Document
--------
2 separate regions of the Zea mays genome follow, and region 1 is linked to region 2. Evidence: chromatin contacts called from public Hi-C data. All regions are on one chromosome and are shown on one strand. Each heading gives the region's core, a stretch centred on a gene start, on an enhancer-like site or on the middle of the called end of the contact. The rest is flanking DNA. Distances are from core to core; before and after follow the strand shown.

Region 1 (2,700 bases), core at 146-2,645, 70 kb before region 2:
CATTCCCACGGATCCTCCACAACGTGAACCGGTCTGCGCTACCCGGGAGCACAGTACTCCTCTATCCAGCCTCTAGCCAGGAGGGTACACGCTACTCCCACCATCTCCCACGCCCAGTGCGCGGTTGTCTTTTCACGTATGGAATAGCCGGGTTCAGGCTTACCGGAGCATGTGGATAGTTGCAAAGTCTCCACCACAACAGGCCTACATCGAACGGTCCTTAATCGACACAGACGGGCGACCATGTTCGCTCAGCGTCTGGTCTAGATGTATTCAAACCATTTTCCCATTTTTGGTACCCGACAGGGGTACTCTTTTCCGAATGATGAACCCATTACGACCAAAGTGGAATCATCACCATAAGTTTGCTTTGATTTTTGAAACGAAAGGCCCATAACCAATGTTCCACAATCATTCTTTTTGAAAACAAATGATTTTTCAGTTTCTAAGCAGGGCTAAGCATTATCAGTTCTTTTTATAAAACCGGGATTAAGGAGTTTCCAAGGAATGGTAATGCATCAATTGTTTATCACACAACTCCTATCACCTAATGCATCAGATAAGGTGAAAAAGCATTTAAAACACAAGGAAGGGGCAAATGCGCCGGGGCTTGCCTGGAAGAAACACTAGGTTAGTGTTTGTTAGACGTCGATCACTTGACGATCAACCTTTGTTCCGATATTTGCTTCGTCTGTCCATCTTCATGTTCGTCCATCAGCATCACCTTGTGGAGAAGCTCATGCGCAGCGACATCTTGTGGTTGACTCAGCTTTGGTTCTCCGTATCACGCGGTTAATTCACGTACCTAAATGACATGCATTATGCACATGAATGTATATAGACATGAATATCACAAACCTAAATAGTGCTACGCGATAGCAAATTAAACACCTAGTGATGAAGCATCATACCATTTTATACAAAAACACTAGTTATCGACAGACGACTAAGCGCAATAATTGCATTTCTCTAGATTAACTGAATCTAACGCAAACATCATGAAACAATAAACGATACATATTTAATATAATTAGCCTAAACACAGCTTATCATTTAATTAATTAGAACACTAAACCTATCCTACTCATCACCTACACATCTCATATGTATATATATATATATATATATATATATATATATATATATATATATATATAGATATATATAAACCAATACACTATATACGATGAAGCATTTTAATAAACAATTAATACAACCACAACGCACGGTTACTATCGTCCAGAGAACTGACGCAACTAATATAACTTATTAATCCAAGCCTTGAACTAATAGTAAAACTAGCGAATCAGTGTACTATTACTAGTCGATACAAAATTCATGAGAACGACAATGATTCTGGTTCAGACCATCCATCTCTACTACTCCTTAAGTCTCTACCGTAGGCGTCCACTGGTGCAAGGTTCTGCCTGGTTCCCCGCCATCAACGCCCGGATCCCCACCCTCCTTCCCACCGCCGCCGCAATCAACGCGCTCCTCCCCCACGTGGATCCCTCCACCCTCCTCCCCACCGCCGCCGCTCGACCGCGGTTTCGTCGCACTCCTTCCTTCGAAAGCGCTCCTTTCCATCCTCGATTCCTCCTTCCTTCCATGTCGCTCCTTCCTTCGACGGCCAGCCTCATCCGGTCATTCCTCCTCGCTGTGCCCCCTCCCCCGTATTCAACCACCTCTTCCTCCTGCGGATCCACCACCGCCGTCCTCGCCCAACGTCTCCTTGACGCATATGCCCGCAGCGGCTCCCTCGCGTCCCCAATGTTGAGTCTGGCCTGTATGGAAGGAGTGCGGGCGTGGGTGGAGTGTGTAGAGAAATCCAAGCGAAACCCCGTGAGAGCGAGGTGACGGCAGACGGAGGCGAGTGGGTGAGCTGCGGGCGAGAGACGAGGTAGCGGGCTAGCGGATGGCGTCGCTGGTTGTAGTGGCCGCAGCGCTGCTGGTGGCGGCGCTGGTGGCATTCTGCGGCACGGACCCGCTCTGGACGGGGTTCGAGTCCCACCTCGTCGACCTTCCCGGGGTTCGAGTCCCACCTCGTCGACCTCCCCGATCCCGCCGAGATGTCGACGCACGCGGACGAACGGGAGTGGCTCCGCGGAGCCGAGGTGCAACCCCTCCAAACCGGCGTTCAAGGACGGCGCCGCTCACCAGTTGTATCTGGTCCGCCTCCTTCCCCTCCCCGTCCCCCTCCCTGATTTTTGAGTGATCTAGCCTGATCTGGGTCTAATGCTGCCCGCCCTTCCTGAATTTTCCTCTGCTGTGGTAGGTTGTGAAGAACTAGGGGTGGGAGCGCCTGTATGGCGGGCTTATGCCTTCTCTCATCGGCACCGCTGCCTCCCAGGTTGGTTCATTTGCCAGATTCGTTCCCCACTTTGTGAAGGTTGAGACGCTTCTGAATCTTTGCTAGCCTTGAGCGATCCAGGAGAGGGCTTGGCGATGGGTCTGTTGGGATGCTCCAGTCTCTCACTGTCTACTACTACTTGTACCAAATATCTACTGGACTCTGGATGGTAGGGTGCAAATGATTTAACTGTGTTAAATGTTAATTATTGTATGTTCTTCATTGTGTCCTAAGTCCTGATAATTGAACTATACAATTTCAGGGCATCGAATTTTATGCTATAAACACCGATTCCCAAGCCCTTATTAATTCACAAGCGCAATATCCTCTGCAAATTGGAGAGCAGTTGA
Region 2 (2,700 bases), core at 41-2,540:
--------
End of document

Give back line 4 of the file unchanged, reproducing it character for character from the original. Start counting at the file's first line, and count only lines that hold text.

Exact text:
Region 2 (2,700 bases), core at 41-2,540: